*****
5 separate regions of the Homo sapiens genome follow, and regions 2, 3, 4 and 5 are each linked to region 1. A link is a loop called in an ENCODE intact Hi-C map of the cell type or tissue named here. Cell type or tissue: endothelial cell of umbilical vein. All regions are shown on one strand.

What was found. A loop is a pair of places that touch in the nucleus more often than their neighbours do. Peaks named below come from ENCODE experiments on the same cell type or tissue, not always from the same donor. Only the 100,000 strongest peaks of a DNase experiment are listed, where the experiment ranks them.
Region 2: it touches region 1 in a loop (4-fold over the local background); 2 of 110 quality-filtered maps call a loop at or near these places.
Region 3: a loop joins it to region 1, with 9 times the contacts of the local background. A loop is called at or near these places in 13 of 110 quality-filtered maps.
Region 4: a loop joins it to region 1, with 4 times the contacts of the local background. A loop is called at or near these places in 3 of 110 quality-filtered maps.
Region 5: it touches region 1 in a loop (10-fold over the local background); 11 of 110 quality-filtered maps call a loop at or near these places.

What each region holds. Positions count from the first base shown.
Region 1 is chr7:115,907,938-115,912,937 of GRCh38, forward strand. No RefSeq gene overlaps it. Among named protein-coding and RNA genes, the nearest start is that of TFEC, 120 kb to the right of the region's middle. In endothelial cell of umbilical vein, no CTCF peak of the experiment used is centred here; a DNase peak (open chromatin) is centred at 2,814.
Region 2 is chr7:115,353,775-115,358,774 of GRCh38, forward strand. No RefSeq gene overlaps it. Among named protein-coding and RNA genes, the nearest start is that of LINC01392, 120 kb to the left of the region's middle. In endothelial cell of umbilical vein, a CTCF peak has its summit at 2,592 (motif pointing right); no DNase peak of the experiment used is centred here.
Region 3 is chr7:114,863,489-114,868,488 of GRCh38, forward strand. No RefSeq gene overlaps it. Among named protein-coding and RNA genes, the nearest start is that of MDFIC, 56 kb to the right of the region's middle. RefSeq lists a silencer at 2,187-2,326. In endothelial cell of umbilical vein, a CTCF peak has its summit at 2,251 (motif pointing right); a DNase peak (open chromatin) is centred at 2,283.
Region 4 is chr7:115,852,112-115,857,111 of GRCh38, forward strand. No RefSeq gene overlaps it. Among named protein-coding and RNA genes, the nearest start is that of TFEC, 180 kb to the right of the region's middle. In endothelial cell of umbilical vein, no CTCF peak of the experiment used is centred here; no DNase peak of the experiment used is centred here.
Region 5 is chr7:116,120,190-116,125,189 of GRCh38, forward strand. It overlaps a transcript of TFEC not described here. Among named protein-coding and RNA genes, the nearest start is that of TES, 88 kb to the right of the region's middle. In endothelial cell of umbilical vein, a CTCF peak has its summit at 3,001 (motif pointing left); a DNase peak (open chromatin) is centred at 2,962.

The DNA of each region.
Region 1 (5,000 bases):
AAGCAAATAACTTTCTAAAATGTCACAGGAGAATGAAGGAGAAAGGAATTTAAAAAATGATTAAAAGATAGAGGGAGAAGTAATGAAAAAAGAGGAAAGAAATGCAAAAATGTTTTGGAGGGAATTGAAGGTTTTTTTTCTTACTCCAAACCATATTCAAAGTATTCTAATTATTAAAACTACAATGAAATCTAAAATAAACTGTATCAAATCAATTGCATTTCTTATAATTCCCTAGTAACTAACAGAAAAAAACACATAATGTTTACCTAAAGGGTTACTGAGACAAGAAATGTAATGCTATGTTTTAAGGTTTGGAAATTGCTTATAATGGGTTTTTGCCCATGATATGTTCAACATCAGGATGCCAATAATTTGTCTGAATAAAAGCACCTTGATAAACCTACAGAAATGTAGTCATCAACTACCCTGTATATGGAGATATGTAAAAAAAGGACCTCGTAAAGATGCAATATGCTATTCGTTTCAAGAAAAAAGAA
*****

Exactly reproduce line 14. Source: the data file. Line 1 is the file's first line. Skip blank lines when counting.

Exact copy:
Region 1 (5,000 bases):